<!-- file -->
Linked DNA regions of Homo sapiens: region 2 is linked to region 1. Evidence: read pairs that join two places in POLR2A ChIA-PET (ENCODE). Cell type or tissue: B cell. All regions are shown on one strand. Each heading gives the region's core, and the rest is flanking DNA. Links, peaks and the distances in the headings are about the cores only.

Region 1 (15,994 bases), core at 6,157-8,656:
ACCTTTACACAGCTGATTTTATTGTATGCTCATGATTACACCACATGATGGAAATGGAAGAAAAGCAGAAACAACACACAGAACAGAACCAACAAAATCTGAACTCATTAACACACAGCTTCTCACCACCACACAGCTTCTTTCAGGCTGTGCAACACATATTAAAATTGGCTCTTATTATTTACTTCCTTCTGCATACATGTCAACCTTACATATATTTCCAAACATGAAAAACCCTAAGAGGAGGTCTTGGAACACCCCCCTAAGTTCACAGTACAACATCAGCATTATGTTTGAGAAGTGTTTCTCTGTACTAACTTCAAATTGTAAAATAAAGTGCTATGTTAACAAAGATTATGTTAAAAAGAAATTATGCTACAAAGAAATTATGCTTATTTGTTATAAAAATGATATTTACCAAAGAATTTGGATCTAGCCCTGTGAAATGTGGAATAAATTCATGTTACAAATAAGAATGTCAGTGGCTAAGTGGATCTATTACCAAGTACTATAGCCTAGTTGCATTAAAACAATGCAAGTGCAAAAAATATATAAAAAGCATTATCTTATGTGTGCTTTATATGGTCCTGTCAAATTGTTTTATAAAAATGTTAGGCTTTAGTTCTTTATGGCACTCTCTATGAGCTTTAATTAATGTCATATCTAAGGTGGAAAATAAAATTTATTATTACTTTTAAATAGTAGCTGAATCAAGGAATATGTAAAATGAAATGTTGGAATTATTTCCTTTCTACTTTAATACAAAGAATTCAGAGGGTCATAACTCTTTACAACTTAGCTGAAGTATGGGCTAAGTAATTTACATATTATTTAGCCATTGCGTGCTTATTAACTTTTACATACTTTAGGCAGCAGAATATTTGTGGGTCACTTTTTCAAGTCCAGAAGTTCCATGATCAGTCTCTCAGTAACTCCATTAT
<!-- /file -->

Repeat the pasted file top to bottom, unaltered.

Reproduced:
Linked DNA regions of Homo sapiens: region 2 is linked to region 1. Evidence: read pairs that join two places in POLR2A ChIA-PET (ENCODE). Cell type or tissue: B cell. All regions are shown on one strand. Each heading gives the region's core, and the rest is flanking DNA. Links, peaks and the distances in the headings are about the cores only.

Region 1 (15,994 bases), core at 6,157-8,656:
ACCTTTACACAGCTGATTTTATTGTATGCTCATGATTACACCACATGATGGAAATGGAAGAAAAGCAGAAACAACACACAGAACAGAACCAACAAAATCTGAACTCATTAACACACAGCTTCTCACCACCACACAGCTTCTTTCAGGCTGTGCAACACATATTAAAATTGGCTCTTATTATTTACTTCCTTCTGCATACATGTCAACCTTACATATATTTCCAAACATGAAAAACCCTAAGAGGAGGTCTTGGAACACCCCCCTAAGTTCACAGTACAACATCAGCATTATGTTTGAGAAGTGTTTCTCTGTACTAACTTCAAATTGTAAAATAAAGTGCTATGTTAACAAAGATTATGTTAAAAAGAAATTATGCTACAAAGAAATTATGCTTATTTGTTATAAAAATGATATTTACCAAAGAATTTGGATCTAGCCCTGTGAAATGTGGAATAAATTCATGTTACAAATAAGAATGTCAGTGGCTAAGTGGATCTATTACCAAGTACTATAGCCTAGTTGCATTAAAACAATGCAAGTGCAAAAAATATATAAAAAGCATTATCTTATGTGTGCTTTATATGGTCCTGTCAAATTGTTTTATAAAAATGTTAGGCTTTAGTTCTTTATGGCACTCTCTATGAGCTTTAATTAATGTCATATCTAAGGTGGAAAATAAAATTTATTATTACTTTTAAATAGTAGCTGAATCAAGGAATATGTAAAATGAAATGTTGGAATTATTTCCTTTCTACTTTAATACAAAGAATTCAGAGGGTCATAACTCTTTACAACTTAGCTGAAGTATGGGCTAAGTAATTTACATATTATTTAGCCATTGCGTGCTTATTAACTTTTACATACTTTAGGCAGCAGAATATTTGTGGGTCACTTTTTCAAGTCCAGAAGTTCCATGATCAGTCTCTCAGTAACTCCATTAT